Reflecting on The Wealth of Nations
December 9, 2015
By Tom Catania, Executive in Residence, Erb Institute for Global Sustainable Enterprise, University of Michigan
In a coincidence of history, the year 1776 was very important for both American history and industrial economics. In 1776, the British colonies that would eventually become the United States declared their independence from England, a global economic power. This was also the year that Scottish economist Adam Smith published The Wealth of Nations.
Adam Smith's treatise was a compilation of observations about conditions at the onset of the Industrial Revolution. In perhaps one of its most famous, but misunderstood references to an "invisible hand," Smith describes how the collective impact of individuals in a nation pursuing their own self interest to advance the success of the enterprises of which they are a part, contributes to the collective good of the domestic industries of a nation that is competing with foreign imports.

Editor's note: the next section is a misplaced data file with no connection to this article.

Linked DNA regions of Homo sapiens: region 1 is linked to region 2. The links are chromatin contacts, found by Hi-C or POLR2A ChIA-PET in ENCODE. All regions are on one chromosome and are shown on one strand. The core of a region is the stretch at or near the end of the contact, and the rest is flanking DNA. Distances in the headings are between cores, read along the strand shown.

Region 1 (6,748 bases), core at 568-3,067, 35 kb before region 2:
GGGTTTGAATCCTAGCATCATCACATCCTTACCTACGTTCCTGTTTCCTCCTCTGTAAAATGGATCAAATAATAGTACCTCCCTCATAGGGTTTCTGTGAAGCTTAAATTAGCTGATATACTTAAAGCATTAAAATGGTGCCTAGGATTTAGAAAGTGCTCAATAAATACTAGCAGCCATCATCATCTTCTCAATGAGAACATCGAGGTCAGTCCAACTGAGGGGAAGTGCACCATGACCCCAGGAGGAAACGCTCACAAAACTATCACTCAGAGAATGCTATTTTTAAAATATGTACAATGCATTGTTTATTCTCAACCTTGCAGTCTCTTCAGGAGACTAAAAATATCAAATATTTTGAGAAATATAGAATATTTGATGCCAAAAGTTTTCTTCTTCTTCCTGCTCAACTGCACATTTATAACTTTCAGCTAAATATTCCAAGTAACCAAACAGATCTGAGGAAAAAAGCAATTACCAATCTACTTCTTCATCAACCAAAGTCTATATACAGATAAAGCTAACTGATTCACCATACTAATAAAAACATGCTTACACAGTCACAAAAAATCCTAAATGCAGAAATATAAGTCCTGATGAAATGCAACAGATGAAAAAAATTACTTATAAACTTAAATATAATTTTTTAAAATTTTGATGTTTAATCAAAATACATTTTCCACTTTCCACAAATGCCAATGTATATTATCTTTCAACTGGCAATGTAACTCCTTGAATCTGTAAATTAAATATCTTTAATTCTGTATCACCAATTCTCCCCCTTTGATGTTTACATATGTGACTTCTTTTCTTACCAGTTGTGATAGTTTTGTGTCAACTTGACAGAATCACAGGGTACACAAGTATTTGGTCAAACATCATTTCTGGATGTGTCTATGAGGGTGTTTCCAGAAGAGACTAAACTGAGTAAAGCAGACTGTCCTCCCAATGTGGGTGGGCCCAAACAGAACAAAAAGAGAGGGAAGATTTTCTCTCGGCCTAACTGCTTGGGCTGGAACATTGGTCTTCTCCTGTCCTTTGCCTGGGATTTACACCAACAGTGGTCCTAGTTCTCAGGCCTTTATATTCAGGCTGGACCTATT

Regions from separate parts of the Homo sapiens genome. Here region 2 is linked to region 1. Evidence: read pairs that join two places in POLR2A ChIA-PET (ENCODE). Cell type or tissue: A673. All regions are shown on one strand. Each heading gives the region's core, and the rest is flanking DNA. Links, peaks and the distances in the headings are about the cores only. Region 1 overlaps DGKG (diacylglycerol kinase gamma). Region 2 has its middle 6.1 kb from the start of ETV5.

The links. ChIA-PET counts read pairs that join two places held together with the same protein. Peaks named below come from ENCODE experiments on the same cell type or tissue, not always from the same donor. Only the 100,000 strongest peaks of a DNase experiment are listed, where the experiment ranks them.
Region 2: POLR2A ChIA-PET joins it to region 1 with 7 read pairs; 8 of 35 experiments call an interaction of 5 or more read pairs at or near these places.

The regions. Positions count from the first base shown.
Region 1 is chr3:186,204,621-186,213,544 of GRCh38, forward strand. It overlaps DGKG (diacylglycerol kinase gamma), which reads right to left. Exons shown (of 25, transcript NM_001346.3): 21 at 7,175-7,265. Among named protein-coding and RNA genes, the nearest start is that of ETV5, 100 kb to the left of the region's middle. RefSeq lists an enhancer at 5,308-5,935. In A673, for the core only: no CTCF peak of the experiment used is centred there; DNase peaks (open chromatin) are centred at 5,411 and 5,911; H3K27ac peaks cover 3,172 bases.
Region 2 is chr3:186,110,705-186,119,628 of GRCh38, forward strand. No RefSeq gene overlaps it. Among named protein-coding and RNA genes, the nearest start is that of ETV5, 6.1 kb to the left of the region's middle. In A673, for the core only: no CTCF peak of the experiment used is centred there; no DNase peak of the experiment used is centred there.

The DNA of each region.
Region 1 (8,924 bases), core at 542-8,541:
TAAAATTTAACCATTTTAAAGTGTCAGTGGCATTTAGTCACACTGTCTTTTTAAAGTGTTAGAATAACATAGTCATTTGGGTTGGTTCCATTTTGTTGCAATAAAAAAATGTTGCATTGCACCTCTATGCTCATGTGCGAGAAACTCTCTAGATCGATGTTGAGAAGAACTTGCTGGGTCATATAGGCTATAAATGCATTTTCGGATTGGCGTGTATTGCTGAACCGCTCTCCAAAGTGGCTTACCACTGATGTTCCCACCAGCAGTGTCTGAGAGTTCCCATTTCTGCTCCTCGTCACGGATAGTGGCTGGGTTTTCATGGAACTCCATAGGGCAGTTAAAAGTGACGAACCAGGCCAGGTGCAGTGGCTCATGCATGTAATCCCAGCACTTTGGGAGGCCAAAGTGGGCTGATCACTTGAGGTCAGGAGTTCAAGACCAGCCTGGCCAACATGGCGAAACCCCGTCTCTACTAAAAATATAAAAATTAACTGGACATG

This is a prescient insight into the challenge taken on by the Clean Energy Manufacturing Analysis Center (CEMAC) to help create wealth and independence in clean energy technologies. At CEMAC, we seek to bring together individuals and organizations to collectively advance the clean energy economy through better data analysis and information.
It is my honor and privilege to have been asked to chair the external Advisory Committee of the CEMAC. It is the hope of the members of the Advisory Committee that we can assist CEMAC in contributing to the creation of a reinvigorated industrial revolution in globally competitive clean energy technology manufacturing.